It's time that I hit you up with a new list. It's not that I do not always have a list, because I do. Lately, it has had more to do with time constraints. tOver the next few months this current book project will be finished and then we can all run out and buy the book. (Yes? Okay…maybe not.)
For those of you new to the List, it is simply a list of what is on my current play-list at the moment, hence, songs I am listening to a lot right now in the moment. There is no rhyme or reason to the list other than that. It’s that simple, and it’s a place to discuss music and join in and reminisce and swap ideas. Jump in if you have something to share…
"After Hours" by The Velvet Underground – Originally said to have been written for Nico by Lou Reed, this song is more likely to bring up visions of Edie Sedgwick. It's nymph-like and more sweet and waifish than the Teutonic Nico.
“After Hours” sometimes known as “Close the Door” is a strange, sweet woman/girl song. The lyrics are about a girl who seems unhappy, hopeful at once, yet still stuck following the bright cynic’s light of Diogenes thinking she’d never have to see the day again. The lyrics here speak for themselves better than anything I can write. So here is a sampling.
- One, two, three
If you close the door
The night could last forever
Leave the sunshine out
And say hello to never
All the people are dancing
And they're having such fun
I wish it could happen to me
But if you close the door
Id never have to see the day again
"Eve The Apple of My Eye" by Bell XI – I love the sound of this song and singer Paul Noonan’s voice. The band is Irish from Country Kildare and have been around since 1999 from what I could discern. This song is terrific because it is a song about a love that remains doomed and yet hopeful, if sadly so. I strongly recommend listening to the strongly ethereal, if you can imagine such a thing, then take a listen… you know where to go.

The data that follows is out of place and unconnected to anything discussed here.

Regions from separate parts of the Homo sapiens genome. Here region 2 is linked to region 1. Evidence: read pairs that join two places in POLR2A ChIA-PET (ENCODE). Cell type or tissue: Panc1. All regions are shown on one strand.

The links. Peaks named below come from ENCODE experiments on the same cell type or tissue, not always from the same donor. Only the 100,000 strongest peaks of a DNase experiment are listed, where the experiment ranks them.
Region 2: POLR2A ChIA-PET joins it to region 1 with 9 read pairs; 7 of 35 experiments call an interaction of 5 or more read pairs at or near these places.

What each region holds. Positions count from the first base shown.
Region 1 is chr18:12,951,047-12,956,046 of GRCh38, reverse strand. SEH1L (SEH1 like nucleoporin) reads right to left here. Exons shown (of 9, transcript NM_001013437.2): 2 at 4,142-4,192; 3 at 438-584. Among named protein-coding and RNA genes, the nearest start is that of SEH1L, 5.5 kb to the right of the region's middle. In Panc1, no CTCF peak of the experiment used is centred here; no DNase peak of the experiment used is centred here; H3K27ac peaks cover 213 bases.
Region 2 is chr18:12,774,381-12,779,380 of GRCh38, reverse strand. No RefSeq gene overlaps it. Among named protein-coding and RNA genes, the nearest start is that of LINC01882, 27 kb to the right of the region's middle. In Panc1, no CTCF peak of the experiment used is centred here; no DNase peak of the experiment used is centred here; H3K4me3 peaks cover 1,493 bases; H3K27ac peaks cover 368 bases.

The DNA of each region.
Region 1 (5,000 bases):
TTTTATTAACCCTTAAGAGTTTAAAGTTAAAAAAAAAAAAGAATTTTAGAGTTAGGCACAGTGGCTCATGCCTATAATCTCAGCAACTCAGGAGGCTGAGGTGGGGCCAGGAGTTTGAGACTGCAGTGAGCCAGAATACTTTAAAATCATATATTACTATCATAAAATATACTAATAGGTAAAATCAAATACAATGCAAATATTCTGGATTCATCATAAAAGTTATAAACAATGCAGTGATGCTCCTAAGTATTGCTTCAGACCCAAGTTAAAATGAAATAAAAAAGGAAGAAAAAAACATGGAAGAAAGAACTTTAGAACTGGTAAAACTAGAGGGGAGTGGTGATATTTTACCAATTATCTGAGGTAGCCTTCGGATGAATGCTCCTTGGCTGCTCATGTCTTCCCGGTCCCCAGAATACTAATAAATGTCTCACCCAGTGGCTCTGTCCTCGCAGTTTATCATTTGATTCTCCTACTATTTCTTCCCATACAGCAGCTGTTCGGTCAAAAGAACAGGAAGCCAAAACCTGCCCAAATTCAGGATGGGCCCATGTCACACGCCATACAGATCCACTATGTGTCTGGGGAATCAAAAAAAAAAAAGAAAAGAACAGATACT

- You left it, I sent it
I want it back
You left it, I sent it
I want it back
If I had you here, I'd clip your wings
Snap you up and leave you sprawling on my pin
This plan of mine is oh so very lame
Can't you see the grass is greener where it rains
"Gutters Full of Rain" and "It’s Not Easy Being Me" by David Gray – Gray is from Sale of Greater Manchester, Great Britain. Here, in “Gutters Full of Rain” you can really hear his accent. He goes to no end to hide it at all which is what really, I think, makes this song.
Gray has been around for a while, but wasn’t really noticed until the release of his album White Ladder. Songs like “This Year’s Love” and “Babylon” have made the charts in both the U.K. and the U.S. with “Babylon” being Gray’s most popular song in the States. Still, as much as I like all of those songs, I like the underrated "Gutters Full of Rain." It’s quiet and understated. itself Perhaps that is it's very appeal.
"It’s Not Easy Being Me" has a greater appeal, and is a melancholy kind of song. It sounds almost as if it were written about a super-hero who is just trying so hard (was this from a soundtrack?). It’s a beautiful song. “I can’t stand to fly… I’m not that naïve.” Perfect.
"His New Look" by Bongwater – The lyrics are enough to crack you up and enough to keep you listening because we’ve all had some ridiculous lover whose “hair is long and styled in a prince valiant hair-do” etc. Maybe it wasn't exactly that, but we get the point. Then, there is the point about the “somewhat pudgy redhead” in the car; it's all at once biting humor and sarcasm mixed in with something bittersweet and is what makes this song work.
Bongwater wrote a song called “His Old Look” but it is nowhere as good as this one. This is the best one; so good it is almost performance art. Trippy stuff, this group was formed in 1985 by Ann Magnuson and Mark Kramer (of Shimmy Disc). The song ends with a terrific howl… if you liked silly but fun trippy music in school or now, you’ll love this song. It’s too funny and too good to miss.